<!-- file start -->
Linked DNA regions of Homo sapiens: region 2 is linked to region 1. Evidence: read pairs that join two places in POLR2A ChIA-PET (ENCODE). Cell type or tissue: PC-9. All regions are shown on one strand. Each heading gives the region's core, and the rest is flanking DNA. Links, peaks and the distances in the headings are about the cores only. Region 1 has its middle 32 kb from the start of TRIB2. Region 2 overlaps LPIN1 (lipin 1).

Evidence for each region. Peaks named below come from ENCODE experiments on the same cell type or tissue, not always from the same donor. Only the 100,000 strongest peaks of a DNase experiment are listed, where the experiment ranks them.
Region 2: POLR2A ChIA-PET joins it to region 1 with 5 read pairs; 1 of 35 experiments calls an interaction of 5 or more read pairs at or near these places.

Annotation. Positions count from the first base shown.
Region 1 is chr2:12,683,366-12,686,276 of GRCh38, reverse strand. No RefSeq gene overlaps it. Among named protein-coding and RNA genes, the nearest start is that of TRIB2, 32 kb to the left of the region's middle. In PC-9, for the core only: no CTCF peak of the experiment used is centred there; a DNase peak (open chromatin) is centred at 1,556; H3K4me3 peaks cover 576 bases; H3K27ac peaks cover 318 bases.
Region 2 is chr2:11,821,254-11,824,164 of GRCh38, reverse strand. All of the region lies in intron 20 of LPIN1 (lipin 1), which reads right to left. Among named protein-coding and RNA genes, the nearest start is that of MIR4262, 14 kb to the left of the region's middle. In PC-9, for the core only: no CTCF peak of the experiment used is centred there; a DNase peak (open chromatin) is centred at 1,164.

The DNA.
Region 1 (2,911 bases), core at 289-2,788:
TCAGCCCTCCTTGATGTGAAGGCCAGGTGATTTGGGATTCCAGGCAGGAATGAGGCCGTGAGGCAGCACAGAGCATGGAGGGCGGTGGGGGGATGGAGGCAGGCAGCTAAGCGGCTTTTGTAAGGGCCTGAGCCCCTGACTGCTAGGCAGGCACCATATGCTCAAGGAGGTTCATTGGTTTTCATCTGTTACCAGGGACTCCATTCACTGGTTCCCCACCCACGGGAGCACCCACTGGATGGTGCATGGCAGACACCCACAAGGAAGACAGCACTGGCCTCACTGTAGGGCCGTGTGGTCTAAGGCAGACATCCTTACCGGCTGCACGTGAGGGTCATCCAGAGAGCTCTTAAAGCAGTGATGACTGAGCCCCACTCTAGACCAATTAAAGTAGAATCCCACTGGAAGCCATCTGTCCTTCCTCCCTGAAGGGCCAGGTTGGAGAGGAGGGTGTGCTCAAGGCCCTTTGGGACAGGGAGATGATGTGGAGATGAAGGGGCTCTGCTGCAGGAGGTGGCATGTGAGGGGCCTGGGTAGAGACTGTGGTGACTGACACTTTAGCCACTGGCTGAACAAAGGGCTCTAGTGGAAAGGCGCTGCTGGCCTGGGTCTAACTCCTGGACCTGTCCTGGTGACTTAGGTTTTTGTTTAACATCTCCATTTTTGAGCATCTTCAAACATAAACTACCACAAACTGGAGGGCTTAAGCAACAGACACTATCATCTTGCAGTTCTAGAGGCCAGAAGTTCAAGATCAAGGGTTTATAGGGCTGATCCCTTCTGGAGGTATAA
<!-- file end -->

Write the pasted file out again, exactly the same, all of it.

Linked DNA regions of Homo sapiens: region 2 is linked to region 1. Evidence: read pairs that join two places in POLR2A ChIA-PET (ENCODE). Cell type or tissue: PC-9. All regions are shown on one strand. Each heading gives the region's core, and the rest is flanking DNA. Links, peaks and the distances in the headings are about the cores only. Region 1 has its middle 32 kb from the start of TRIB2. Region 2 overlaps LPIN1 (lipin 1).

Evidence for each region. Peaks named below come from ENCODE experiments on the same cell type or tissue, not always from the same donor. Only the 100,000 strongest peaks of a DNase experiment are listed, where the experiment ranks them.
Region 2: POLR2A ChIA-PET joins it to region 1 with 5 read pairs; 1 of 35 experiments calls an interaction of 5 or more read pairs at or near these places.

Annotation. Positions count from the first base shown.
Region 1 is chr2:12,683,366-12,686,276 of GRCh38, reverse strand. No RefSeq gene overlaps it. Among named protein-coding and RNA genes, the nearest start is that of TRIB2, 32 kb to the left of the region's middle. In PC-9, for the core only: no CTCF peak of the experiment used is centred there; a DNase peak (open chromatin) is centred at 1,556; H3K4me3 peaks cover 576 bases; H3K27ac peaks cover 318 bases.
Region 2 is chr2:11,821,254-11,824,164 of GRCh38, reverse strand. All of the region lies in intron 20 of LPIN1 (lipin 1), which reads right to left. Among named protein-coding and RNA genes, the nearest start is that of MIR4262, 14 kb to the left of the region's middle. In PC-9, for the core only: no CTCF peak of the experiment used is centred there; a DNase peak (open chromatin) is centred at 1,164.

The DNA.
Region 1 (2,911 bases), core at 289-2,788:
TCAGCCCTCCTTGATGTGAAGGCCAGGTGATTTGGGATTCCAGGCAGGAATGAGGCCGTGAGGCAGCACAGAGCATGGAGGGCGGTGGGGGGATGGAGGCAGGCAGCTAAGCGGCTTTTGTAAGGGCCTGAGCCCCTGACTGCTAGGCAGGCACCATATGCTCAAGGAGGTTCATTGGTTTTCATCTGTTACCAGGGACTCCATTCACTGGTTCCCCACCCACGGGAGCACCCACTGGATGGTGCATGGCAGACACCCACAAGGAAGACAGCACTGGCCTCACTGTAGGGCCGTGTGGTCTAAGGCAGACATCCTTACCGGCTGCACGTGAGGGTCATCCAGAGAGCTCTTAAAGCAGTGATGACTGAGCCCCACTCTAGACCAATTAAAGTAGAATCCCACTGGAAGCCATCTGTCCTTCCTCCCTGAAGGGCCAGGTTGGAGAGGAGGGTGTGCTCAAGGCCCTTTGGGACAGGGAGATGATGTGGAGATGAAGGGGCTCTGCTGCAGGAGGTGGCATGTGAGGGGCCTGGGTAGAGACTGTGGTGACTGACACTTTAGCCACTGGCTGAACAAAGGGCTCTAGTGGAAAGGCGCTGCTGGCCTGGGTCTAACTCCTGGACCTGTCCTGGTGACTTAGGTTTTTGTTTAACATCTCCATTTTTGAGCATCTTCAAACATAAACTACCACAAACTGGAGGGCTTAAGCAACAGACACTATCATCTTGCAGTTCTAGAGGCCAGAAGTTCAAGATCAAGGGTTTATAGGGCTGATCCCTTCTGGAGGTATAA